When President Kennedy Helped Superman OR A Rather Ill-Timed Tale


I’ve been reading some old Superman comics lately, and that always leads to some bizarre discoveries.  The Silver Age was a bonkers time for comics generally, but every now and then there’s a story that’s so weird that it needs to be shared.

In Action Comics #309, Superman was the guest on a TV show honouring him for all of his great achievements.  The show was a complete surprise to him, but all of his friends were there to celebrate him.  This was nice and all, but everyone was expecting Clark Kent to be there too and, obviously, he wasn’t (protecting his secret identity was the main plot of 94% of Silver Age Superman comics).  Usually Batman would disguise himself as Clark Kent when Superman got into a secret identity pickle, but Batman was already at the studio.  Sometimes Superman would use a Clark Kent robot, but the fiendish Lois and Lana, always suspecting that Clark was Superman, had teamed up and brought an electronics sensor in order to expose any potential robot shenanigans.  Superman was in a tight spot.

But then who should appear but Clark Kent!  Lois and Lana were proven wrong yet again, and Superman’s secret identity was preserved.  So who did Superman get to impersonate Clark Kent?  President Kennedy, of course:



Superman had helped out the government earlier in the issue and President Kennedy promised him a favour in return, so Superman cashed it in later that day to save his secret identity.

President Kennedy showing up in Action Comics is random enough on its own, but here’s the kicker: Action Comics #309 was published in late December 1963, a month after Kennedy was assassinated.  I can’t even imagine being a kid in 1963, the entire nation still in mourning, but now a month has passed and life is carrying on so you go down to the corner store to buy the new Action Comics and there’s Kennedy, hanging out with Superman like nothing had ever happened.  I imagine there were a lot of people freaking out a bit.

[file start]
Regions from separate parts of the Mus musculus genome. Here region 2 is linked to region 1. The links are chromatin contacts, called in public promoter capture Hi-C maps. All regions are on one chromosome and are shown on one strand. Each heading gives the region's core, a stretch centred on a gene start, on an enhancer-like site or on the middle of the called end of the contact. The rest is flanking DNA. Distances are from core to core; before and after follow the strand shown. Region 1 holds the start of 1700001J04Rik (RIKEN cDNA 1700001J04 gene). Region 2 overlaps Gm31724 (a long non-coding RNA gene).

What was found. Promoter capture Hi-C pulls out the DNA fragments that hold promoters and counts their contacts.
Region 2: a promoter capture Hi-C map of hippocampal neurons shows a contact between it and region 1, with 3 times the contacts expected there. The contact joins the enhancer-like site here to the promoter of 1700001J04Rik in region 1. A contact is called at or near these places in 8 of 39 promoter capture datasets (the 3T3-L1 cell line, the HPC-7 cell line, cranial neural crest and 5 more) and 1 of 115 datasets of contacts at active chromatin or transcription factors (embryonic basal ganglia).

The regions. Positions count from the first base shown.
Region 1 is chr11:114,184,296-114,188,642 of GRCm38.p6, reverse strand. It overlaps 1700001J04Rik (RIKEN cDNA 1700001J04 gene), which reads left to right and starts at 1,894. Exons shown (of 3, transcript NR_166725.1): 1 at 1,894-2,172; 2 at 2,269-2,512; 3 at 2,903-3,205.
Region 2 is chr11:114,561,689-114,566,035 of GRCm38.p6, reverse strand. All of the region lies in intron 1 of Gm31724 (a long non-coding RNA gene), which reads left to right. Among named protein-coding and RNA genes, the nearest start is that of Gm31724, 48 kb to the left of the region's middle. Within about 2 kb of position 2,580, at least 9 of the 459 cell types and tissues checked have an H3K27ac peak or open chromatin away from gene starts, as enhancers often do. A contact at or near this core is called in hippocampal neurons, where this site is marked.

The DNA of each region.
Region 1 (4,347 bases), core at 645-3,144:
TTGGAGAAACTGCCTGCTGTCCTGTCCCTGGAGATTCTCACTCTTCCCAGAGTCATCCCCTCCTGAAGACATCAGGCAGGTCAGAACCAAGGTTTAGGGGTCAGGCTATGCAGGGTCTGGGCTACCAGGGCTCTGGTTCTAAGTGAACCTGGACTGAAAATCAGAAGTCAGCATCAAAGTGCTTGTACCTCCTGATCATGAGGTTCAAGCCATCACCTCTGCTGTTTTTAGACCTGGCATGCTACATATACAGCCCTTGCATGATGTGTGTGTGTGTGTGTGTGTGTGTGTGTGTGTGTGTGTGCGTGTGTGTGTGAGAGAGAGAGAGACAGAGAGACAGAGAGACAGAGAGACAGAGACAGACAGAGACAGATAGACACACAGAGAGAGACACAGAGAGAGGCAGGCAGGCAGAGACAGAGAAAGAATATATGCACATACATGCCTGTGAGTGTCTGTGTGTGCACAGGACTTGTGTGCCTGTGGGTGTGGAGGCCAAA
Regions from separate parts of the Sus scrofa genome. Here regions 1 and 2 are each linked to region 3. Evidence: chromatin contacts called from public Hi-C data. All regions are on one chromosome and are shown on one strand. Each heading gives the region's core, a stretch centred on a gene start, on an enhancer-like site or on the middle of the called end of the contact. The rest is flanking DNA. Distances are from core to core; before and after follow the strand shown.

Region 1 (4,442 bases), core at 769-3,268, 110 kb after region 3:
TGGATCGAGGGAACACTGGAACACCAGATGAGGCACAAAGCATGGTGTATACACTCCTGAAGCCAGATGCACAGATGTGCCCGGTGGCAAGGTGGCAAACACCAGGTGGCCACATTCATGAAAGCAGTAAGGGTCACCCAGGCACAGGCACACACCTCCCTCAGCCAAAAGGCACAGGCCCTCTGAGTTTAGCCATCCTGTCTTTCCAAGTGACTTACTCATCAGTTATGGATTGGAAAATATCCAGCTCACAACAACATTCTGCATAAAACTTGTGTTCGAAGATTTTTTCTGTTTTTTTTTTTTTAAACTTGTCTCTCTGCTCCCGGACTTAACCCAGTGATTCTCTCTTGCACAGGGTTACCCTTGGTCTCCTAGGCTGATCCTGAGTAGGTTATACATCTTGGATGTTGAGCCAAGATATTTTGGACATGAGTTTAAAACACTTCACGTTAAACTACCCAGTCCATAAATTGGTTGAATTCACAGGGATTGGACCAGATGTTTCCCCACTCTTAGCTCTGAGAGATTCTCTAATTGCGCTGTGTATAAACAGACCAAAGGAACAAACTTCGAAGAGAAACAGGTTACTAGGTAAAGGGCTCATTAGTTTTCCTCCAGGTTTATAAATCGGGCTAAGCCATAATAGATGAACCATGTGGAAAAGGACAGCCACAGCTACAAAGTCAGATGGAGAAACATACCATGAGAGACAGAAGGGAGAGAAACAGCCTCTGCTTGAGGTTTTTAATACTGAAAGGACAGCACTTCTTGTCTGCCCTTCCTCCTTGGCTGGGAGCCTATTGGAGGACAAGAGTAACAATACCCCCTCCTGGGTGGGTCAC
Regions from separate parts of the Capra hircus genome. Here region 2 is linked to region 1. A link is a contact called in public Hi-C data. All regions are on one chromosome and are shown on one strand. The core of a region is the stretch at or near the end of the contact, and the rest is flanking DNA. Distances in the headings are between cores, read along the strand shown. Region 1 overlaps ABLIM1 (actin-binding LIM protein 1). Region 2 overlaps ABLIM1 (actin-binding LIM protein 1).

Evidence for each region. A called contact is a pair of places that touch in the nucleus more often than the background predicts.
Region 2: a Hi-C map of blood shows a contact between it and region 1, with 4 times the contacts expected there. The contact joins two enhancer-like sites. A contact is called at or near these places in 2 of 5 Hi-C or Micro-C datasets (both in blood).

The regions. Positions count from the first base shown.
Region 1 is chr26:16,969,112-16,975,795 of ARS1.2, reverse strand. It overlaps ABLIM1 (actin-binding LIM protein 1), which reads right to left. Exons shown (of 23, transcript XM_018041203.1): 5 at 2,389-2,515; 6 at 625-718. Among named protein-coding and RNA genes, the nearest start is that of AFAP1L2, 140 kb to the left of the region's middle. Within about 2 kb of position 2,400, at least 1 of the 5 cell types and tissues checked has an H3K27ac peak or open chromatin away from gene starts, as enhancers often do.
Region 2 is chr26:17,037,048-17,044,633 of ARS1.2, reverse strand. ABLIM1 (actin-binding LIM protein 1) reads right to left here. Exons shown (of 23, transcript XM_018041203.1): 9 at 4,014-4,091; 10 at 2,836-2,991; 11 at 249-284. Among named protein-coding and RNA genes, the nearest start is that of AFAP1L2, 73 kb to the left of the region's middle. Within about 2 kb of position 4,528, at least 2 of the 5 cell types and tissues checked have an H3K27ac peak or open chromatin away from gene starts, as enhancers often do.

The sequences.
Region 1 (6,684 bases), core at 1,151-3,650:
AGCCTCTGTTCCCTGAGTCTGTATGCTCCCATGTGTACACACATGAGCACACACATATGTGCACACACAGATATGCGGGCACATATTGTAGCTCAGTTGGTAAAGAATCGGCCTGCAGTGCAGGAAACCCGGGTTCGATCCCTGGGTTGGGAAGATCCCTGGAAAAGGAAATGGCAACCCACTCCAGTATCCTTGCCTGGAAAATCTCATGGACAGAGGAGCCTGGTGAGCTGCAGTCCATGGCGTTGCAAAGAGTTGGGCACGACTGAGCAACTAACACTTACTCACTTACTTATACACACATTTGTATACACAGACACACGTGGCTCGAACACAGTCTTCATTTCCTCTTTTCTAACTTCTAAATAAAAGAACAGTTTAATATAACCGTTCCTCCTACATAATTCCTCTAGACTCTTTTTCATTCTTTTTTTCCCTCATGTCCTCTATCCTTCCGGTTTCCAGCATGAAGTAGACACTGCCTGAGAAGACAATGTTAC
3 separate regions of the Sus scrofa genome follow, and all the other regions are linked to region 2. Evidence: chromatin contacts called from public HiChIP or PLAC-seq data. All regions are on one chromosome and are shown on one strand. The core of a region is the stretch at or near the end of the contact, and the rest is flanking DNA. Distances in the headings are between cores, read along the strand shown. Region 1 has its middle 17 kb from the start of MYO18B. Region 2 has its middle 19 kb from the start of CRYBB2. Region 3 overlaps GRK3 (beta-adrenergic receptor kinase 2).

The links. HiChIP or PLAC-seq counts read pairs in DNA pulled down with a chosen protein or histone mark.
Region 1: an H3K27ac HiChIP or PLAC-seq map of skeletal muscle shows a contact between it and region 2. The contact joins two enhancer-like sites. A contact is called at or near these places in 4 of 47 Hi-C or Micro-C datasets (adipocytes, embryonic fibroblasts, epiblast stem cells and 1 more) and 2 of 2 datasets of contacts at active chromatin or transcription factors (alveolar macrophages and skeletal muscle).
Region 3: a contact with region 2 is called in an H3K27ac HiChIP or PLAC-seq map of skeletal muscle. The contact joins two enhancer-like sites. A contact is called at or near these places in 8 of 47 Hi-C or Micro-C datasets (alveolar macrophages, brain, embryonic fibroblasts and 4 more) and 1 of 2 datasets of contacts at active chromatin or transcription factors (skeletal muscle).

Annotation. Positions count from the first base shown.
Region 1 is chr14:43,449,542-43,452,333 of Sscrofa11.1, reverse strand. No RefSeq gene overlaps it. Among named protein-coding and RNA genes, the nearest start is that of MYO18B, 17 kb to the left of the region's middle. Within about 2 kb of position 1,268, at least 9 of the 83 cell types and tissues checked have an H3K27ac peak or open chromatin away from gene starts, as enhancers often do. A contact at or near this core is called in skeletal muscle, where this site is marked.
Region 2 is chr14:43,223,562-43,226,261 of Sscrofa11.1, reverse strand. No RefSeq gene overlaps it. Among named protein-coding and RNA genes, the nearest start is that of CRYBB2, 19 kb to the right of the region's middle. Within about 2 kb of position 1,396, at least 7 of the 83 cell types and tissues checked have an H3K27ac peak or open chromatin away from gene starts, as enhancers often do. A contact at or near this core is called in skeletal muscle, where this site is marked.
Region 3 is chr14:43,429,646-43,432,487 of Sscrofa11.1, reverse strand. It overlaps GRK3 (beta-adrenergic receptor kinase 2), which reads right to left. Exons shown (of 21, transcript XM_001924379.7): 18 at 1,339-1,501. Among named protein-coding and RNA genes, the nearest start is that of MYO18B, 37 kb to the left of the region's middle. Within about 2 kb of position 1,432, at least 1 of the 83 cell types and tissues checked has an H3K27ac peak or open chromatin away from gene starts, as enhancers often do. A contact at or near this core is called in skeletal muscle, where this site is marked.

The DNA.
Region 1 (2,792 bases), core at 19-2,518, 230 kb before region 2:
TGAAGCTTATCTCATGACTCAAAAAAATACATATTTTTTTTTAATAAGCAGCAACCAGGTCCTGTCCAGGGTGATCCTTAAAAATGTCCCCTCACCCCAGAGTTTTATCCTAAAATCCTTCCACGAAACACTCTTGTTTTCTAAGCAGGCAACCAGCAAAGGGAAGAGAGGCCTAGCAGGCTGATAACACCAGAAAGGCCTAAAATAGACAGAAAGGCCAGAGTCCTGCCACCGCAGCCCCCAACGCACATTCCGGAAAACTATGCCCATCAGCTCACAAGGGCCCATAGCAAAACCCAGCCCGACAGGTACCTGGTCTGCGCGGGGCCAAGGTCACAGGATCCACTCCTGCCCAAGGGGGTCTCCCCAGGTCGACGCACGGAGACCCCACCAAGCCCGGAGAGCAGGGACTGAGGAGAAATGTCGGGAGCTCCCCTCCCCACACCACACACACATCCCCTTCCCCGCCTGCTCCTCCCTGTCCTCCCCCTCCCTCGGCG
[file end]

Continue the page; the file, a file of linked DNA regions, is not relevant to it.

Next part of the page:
The letter column a few issues later certainly included some irate readers.  A sheepish Mort Weisinger, the editor of the Superman line, explained that their comics go to print and are shipped to distributors months in advance of when they hit the newsstand, and it was impossible to recall the issue.  In fact, it quickly became a collector’s item and retailers asked DC to print more, but they refused.  They also postponed another Kennedy story that was due to appear in Superman.

The Silver Age was a whacky, goofy time, but DC dipped into some unintentionally dark territory with Action Comics #309 when what should have been a fun adventure took a somber turn.  It’s amusing in retrospect, though, and it was nice to see a classy response from DC.  They printed not just one but several letters that were upset about the issue, and Weisinger clearly explained what happened behind the scenes.  It’d be good to see some more of that transparency from DC these days, with the many controversies they’ve always got on the go.

Published by Tim Hanley

Tim Hanley is a comic book historian and the author of Wonder Woman Unbound, Investigating Lois Lane, The Many Lives of Catwoman, and Betty and Veronica: The Leading Ladies of Riverdale.

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